There may also be a timely return to action for Dawson, which would help stiffen things up at the back, but such is the way of things at the moment that even pre kick-off I now accept that we will concede at least one. However, with Modders back, Defoe sharp and Bale simply present on the pitch, we will, as ever have goals in us. The last 12 months have been a whole succession of marks of our progress; this afternoon should herald yet another.

Spurs preview

Werder Bremen – Spurs Preview: An Awesome 5-A-Side Team

Even observing from across the Atlantic, AANP is well aware of the worrying signs that, for all the cheer and merriment created by our Champions League qualification, our heroes are doing a dashed good impression of a pack of mutts who have bitten off more than they can chew. I’m not quite sure how tiredness can be a factor so early in the season, particularly as many of the players had an international break, but there has been a sluggishness to our recent league form, and the forthcoming glut of CL games is unlikely to freshen up any of our heroes.

Still, we can worry about all that on Saturday. Playing in the Champions League cures all known ills, and there is probably no better way to drag the players out of their stupor than to parade them in the front of the cameras to the soundtrack of the CL theme tune and 36,000 braying lilywhites in the stands.

4-4-1-1 Again. Huzzah!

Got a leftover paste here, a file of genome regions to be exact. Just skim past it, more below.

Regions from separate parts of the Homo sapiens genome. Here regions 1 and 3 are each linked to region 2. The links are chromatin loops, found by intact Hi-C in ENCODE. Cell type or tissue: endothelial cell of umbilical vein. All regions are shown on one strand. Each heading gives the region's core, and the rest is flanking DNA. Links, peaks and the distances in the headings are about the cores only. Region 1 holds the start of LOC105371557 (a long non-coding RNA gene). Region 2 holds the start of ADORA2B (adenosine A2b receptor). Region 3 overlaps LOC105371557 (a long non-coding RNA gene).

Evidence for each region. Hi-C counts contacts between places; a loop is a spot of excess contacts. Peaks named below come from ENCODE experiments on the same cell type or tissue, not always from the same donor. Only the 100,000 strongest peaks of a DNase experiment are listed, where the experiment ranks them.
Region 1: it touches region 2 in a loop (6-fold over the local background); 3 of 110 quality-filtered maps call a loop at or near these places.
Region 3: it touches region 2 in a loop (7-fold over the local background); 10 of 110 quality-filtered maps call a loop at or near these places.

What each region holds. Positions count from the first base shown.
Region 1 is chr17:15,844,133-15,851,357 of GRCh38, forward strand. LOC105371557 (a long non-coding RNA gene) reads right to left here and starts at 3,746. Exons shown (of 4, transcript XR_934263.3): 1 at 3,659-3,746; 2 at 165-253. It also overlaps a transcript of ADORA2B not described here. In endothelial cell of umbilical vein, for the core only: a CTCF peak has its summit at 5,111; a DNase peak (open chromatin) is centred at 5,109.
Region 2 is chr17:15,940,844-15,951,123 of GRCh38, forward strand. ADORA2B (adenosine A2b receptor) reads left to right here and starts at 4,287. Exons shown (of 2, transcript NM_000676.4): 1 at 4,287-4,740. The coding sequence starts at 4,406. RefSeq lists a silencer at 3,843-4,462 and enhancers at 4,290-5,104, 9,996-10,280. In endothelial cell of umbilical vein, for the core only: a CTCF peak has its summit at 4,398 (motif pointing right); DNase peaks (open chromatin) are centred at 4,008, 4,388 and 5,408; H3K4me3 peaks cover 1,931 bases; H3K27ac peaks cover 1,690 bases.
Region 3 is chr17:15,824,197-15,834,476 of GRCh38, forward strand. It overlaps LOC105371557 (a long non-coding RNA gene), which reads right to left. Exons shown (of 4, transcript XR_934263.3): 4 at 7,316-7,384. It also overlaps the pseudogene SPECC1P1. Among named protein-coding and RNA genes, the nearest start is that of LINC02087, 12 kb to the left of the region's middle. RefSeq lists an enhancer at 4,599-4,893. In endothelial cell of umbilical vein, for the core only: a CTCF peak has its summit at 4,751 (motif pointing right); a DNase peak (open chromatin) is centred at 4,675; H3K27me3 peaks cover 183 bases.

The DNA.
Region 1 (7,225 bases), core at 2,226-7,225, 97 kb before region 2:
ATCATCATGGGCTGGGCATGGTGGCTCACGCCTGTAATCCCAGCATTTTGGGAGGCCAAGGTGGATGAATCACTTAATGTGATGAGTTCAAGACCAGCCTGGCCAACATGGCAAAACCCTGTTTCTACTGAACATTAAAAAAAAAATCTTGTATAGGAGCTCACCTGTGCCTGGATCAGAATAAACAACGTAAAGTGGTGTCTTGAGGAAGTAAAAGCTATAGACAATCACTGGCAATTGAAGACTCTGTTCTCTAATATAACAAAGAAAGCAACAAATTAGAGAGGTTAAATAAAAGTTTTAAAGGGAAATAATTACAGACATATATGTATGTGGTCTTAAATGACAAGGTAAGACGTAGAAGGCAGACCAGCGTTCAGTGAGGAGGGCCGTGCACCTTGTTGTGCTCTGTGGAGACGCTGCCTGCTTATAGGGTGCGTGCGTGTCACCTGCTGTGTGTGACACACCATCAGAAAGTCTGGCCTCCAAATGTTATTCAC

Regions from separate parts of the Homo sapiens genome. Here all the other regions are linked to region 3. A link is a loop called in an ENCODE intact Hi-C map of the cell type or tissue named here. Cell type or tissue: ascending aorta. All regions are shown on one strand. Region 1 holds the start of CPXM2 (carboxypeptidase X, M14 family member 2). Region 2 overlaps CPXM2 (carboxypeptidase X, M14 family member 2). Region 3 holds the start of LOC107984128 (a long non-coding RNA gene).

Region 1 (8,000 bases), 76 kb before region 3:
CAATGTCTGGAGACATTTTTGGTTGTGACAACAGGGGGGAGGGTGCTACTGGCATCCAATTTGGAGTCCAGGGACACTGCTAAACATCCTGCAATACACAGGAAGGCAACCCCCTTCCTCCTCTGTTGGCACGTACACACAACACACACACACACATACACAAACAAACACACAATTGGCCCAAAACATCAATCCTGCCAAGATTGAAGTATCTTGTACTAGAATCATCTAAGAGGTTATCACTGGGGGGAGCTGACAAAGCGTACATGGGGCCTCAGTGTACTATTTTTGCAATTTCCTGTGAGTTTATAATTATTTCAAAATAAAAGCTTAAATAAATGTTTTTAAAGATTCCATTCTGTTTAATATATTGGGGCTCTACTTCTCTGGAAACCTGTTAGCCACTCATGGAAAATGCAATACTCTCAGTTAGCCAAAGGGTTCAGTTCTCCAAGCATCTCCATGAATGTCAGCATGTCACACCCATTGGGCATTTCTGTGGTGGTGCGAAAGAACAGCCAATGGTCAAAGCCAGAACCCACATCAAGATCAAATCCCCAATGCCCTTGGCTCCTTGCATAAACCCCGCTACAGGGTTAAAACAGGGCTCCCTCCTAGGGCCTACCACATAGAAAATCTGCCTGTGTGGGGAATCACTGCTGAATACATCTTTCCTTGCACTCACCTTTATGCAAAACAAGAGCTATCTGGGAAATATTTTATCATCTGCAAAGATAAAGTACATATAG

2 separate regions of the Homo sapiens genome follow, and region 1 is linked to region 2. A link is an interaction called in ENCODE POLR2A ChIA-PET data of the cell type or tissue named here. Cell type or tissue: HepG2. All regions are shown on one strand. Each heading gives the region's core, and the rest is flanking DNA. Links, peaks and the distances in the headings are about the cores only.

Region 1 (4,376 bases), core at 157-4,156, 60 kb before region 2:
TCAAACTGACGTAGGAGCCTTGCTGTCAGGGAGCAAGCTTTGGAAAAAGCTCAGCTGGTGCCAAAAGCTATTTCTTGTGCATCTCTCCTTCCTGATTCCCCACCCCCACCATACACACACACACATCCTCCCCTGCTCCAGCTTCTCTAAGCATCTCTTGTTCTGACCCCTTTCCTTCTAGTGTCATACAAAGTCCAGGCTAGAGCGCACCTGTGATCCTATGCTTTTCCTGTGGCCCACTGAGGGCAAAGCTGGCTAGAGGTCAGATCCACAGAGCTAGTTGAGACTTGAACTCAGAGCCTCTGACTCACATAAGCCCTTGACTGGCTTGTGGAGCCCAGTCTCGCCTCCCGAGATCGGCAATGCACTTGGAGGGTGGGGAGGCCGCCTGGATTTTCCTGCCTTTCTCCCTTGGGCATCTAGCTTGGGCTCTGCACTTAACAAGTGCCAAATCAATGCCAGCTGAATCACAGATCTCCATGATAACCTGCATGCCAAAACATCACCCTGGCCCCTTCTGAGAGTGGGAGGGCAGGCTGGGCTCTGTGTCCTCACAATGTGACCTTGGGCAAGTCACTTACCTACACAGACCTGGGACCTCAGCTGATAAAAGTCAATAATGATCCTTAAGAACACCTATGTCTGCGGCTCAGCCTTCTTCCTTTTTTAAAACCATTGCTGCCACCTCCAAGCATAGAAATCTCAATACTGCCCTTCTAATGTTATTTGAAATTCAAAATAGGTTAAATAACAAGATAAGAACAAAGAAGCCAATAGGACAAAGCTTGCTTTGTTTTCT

“Da more I interact with humans, da more I learn.”

So drawled Arnie in Terminator 2, undoubtedly the greatest film ever to grace the AANP Towers cinema reel, and our very own glorious leader is demonstrating a similar capacity to modify his behaviour in reaction to external circumstances. In such a manner was the 4-4-1-1 birthed, and as our heroes will be gambolling across foreign soil today, the designated away formation will be unleashed upon an unsuspecting world once again. After Saturday’s periodically abysmal draw at West Brom confidence will be sky high amongst ‘Arry, Joe Jordan and chums that 4-4-1-1 will make us kings of Europe, and providing that Werder Bremen are no better than the WBA we should be absolutely fine.

Alas, our absentee list would make quite some 5-a-side team, with Gomes, Daws, Defoe and potentially Modders all staring forlornly from the sidelines, but the prospect of Ledley returning to the fold always soothes the savage beasts here at AANP Towers.

The addition of van der Vaart to our ranks reinforces the notion that our side is positively teeming with potential match-winners, and between them I fancy Bale, Kranjcar, Lennon, VDV, Hudd , Pav et al to grab a goal or two. However, this is no ordinary club competition, this is the Champions League – and with such power comes great responsibility, particularly at the back, where dubious defensive lapses will be magnified and punished. A point would represent a fine night’s work – on present form dare we hope for even more?